A common denominator in neurodegenerative disorders such as stroke, traumatic brain injury, Parkinson’s disease, Alzheimer’s disease, Huntington’s disease, multiple sclerosis, and amyotrophic lateral sclerosis, is the induction of oxidative stress triggering neuroinflammation (Guo et al., 2013; Kowal et al., 2013; Murray et al., 2013; Bennett et al., 2014; Rubiano et al., 2015; Whiteford et al., 2015; Chiurchiù et al., 2016; Global Burden of Disease Cancer Collabration et al., 2017; Ma et al., 2017). Stroke is one of the leading causes of death in North America (Xu et al., 2018; Statistics Canada, 2018; Rios, 2019). It is caused by the impairment of cerebral blood flow (ischemic stroke) or the rupture of blood vessels in the brain (haemorrhagic stroke). The interruption of oxygenation and metabolites results in neuronal death. Ischemic stroke results in acute and chronic inflammation, as a result of activation and polarization towards pro-inflammatory (M1) microglia and subsequent activation of the NADPH oxidase (NOX) enzyme. The NOX enzymes are the primary source of reactive oxygen species (ROS) and are expressed by microglia after ischemic stroke (Li et al., 2009; Cooney et al., 2013). During ischemic stroke NOX2, NOX3, and NOX4 isotypes modulates their expression depending on cell type and time post-injury. NOX4 has been in neurons, astrocytes, and microglia, while NOX3 has been identified only in neurons, and NOX2 is expressed in microglia and neurons. As a result of these findings NOX4, is thought to be responsible for the majority of oxidative stress observed in acute traumatic brain injury (Cooney et al., 2013). Animals deficient in NOX4 are strongly protected from ischemic stroke (Kleinschnitz et al., 2010; Radermacher et al., 2013). A growing list of modalities are enabling pretreatment of acute ischemic stroke patients with a history of stroke or patients at risk for a stroke in attempt to reduce the severity of stroke when it occurs (Schmülling et al., 2003; Mackman, 2008; Fuentes et al., 2009; Milionis et al., 2009; Aoki and Uchino, 2011; Yoo, 2016; Qin et al., 2017; Tsivgoulis et al., 2018). Thus, approaches that limit stroke-related damage are emerging as important therapeutic tools.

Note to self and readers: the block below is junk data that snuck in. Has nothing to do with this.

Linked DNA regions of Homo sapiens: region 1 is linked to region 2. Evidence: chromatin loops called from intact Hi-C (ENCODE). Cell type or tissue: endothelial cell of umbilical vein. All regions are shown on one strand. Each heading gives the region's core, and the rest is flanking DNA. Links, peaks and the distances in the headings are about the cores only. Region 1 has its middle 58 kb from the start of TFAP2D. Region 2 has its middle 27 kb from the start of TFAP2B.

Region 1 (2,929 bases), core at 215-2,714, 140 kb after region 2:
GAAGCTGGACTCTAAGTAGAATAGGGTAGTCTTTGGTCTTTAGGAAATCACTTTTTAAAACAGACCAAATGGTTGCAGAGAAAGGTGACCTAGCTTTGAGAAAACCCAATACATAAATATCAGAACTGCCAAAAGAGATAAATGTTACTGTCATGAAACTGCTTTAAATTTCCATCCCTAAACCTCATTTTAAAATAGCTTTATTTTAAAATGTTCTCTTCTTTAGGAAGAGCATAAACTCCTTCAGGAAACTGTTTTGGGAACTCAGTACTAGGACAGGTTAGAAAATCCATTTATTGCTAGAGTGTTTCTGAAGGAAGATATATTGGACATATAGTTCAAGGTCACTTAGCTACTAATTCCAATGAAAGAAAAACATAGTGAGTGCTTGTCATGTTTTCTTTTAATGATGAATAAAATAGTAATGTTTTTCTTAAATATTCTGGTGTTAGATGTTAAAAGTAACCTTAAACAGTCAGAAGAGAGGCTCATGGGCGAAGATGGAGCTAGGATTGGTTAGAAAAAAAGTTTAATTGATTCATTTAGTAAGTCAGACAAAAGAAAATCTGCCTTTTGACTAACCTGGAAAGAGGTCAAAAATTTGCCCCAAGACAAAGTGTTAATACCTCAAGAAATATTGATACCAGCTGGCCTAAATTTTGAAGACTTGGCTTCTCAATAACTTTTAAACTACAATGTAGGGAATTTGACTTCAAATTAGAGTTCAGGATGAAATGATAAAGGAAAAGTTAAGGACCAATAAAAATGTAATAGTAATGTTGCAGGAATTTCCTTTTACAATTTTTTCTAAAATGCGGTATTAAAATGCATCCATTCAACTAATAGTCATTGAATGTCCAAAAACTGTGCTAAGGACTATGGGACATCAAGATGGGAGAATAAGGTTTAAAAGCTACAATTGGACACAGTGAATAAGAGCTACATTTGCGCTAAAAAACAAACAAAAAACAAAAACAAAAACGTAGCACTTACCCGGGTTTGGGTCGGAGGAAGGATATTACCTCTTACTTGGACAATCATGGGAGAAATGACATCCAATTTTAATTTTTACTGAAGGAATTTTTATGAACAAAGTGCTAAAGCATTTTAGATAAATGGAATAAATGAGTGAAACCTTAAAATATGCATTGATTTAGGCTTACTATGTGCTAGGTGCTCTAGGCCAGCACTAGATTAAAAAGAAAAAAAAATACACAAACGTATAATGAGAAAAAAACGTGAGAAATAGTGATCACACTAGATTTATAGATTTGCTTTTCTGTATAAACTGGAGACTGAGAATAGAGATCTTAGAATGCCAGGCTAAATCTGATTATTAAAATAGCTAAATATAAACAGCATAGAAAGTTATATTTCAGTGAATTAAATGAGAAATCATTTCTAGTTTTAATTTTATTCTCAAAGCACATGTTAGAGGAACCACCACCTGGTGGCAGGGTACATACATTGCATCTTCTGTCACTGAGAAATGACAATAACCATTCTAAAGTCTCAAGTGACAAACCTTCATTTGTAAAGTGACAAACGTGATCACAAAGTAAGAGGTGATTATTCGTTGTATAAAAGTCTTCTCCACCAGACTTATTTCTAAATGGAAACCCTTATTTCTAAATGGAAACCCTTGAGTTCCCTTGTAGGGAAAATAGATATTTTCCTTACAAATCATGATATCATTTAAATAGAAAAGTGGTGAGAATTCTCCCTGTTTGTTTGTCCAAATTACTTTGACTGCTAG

The utility of short antisense/interfering RNA (siRNA) therapeutic approaches for central nervous system (CNS) diseases, such as stroke has been limited by their biodistribution in vivo. to the site of tissue damage alone. On their own, siRNA preferentially localizes to the kidney and liver, and their exclusion from the brain continues to hamper their potential and this represents a significant technical hurdle (Braasch et al., 2004). However, if brain delivery was possible, we hypothesized that reducing the expression of genes in the brain that potentiate the pathophysiology of stroke could be neuroprotective. NADPH oxidase type 4 (NOX4; Uniprot Q9JHI8) was chosen because this protein is known to be up-regulated during acute ischemic stroke, it is a major source of oxidative stress leading to neuronal apoptosis (Radermacher et al., 2013; Qin et al., 2017; Yao et al., 2017).